Friday, February 13, 2015
Book Review: How's the Pain? (2006) and Moon in a Dead Eye (2009) by Pascal Garnier
How's the Pain? is about an elderly hitman, Simon, who's dying of cancer and has one last job to finish. He meets a simple-minded young man, Bernard, in a town in southern France andd hires him as a driver. Bernard is a Labrador retriever in human form: loyal, friendly, ready for anything, and eternally optimistic. Simon is a shark. He kills without remorse and for any reason. This sounds like a humorous, odd couple pairing, but it's anything but. Bernard immediately complicates what's left of Simon's life by befriending a slatternly single mother and bringing her along for the ride. The story takes a succession of left turns, usually involving death, and the ending is as bleak and sudden as a car accident. Moon in a Dead Eye strays out of the crime genre into surrealism. The setting is a newly-built trailer park in the south of France that caters to retirees. Two retired couples, a caretaker, and two single women are the only occupants of the park. What happens to them is best described as a series of psychological breakdowns of a surrealist nature that ends with multiple deaths and a forest fire. The novel's title is probably a nod to a famous scene in the film Un Chien Andalou, the surrealist classic by Luis Bunuel.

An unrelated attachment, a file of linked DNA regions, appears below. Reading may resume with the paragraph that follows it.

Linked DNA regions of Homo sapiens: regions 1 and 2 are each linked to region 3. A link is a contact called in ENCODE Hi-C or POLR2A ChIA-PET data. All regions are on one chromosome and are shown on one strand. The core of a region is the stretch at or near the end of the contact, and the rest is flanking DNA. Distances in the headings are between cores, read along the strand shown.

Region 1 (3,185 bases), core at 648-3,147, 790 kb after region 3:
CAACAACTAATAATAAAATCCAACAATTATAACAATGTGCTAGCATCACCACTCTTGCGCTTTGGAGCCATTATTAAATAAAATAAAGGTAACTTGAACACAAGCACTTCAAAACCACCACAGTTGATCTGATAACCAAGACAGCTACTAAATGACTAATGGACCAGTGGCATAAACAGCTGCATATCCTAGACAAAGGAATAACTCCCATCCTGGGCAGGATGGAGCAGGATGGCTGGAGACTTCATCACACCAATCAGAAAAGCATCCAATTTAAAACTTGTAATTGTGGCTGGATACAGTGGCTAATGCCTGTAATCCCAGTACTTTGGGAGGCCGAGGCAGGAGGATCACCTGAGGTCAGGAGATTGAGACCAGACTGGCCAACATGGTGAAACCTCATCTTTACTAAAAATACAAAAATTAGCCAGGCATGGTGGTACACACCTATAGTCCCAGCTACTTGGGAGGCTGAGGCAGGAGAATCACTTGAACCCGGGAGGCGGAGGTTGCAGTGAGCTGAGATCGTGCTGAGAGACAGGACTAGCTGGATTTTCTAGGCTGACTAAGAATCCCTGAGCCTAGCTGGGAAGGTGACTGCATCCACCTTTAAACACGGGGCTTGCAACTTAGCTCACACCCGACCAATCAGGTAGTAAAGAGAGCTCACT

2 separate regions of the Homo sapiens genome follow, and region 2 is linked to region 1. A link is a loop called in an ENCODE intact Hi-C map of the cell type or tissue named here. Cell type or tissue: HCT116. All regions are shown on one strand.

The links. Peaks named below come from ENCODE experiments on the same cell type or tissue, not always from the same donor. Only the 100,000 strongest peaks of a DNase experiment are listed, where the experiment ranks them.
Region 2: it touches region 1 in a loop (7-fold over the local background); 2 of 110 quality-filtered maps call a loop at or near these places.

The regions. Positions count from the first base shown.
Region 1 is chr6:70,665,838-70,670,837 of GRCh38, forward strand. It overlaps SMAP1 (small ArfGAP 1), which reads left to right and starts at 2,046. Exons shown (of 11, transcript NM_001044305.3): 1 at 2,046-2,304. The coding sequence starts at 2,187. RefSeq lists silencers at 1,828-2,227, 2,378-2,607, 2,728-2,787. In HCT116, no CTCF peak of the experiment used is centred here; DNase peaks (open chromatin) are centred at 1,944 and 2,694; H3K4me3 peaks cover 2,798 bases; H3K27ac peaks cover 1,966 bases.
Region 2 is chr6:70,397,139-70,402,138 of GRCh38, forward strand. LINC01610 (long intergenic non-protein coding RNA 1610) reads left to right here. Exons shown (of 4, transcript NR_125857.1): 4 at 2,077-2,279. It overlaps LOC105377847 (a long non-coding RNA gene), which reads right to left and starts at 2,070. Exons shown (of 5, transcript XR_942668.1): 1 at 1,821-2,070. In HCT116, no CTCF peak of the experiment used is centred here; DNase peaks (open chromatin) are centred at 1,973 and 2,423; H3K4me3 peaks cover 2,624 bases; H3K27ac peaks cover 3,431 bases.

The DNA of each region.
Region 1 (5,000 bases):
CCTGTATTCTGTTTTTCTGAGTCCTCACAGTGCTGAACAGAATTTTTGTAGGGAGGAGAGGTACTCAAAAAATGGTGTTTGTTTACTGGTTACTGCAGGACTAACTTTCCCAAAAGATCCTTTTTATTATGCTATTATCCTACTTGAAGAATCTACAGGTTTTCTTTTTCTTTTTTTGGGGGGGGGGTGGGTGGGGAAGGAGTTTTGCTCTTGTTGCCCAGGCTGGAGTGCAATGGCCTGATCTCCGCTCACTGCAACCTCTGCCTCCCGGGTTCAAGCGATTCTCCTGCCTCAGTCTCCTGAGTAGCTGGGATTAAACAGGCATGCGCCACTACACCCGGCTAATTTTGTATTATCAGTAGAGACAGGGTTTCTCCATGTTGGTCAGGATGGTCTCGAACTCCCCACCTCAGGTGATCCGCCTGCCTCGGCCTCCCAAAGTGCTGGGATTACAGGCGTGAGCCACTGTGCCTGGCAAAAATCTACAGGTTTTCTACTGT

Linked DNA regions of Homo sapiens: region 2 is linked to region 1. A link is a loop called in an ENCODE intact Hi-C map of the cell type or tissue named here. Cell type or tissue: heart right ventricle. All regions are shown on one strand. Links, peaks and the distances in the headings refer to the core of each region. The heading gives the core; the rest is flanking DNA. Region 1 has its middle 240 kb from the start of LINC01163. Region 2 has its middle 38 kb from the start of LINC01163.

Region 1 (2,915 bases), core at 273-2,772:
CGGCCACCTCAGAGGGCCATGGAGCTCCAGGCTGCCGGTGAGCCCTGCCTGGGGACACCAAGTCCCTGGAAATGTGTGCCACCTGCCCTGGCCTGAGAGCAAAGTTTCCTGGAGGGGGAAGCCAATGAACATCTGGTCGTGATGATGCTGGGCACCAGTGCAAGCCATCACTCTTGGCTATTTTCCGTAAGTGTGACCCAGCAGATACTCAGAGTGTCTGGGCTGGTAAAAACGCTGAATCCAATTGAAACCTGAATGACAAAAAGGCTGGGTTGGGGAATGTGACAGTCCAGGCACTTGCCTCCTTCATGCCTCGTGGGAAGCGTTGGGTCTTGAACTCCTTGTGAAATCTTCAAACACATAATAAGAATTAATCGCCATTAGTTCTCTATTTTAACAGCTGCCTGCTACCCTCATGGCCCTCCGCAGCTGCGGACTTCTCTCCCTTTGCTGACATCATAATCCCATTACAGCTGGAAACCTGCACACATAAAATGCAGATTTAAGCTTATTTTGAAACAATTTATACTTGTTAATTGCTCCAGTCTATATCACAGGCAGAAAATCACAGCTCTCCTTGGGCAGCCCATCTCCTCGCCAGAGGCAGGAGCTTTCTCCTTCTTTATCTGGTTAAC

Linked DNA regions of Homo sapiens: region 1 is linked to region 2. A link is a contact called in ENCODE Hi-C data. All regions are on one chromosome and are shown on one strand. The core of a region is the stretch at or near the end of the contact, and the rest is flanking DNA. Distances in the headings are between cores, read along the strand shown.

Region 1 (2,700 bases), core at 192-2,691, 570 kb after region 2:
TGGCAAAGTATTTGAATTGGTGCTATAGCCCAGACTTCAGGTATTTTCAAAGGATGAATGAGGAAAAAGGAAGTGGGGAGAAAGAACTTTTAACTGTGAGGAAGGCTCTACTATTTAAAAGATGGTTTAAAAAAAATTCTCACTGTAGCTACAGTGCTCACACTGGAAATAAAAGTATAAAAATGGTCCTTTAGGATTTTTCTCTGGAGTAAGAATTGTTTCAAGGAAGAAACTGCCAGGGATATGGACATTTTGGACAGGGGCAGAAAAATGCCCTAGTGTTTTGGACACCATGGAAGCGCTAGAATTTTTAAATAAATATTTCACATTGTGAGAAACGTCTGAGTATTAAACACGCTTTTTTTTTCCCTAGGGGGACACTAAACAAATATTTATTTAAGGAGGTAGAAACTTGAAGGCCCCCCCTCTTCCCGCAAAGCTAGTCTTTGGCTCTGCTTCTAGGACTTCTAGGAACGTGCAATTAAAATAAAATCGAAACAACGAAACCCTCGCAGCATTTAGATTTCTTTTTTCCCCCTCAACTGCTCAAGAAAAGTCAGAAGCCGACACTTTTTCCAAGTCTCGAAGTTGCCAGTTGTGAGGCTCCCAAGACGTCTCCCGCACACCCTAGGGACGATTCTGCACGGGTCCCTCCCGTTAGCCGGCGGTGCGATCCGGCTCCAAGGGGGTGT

Both novels take a cold, pitiless look at aging and mortality. The elderly characters in these stories are chased to their graves by dementia, illness, sadness, and regret for things they did or didn't do in their lives. Garnier seems determined to remind his readers that not only is Death waiting for us all, but he's also in a bad mood and wants to take it out on us. As is usual in French crime fiction, the middle classes take a thorough kicking. This is particularly so in Moon in a Dead Eye, which charts the fragile, tenuous nature of bougeois dreams and respectability. In this way it's an interesting companion piece to two other Bunuel films, The Discreet Charm of the Bourgeoisie and The Phantom of Liberty. The inhabitants of the Les Conviviales trailer park descend into different kinds of madness, all laced with the blackest of humor. It's this quality that makes Moon in a Dead Eye more of a surrealist novel than a piece of crime fiction, although major crimes do take place.
Garnier's novels are so short they almost qualify as novellas, but his writing is so psychologically acute, his observations so sharp, he seems to pack more intellectual content into his novels than most "serious" writers manage in novels five times as long. Garnier's far from being your average crime fiction author, but if you like Jean Patrick Manchette, or you're just a fan of scorched-earth prose, then Garnier's your man.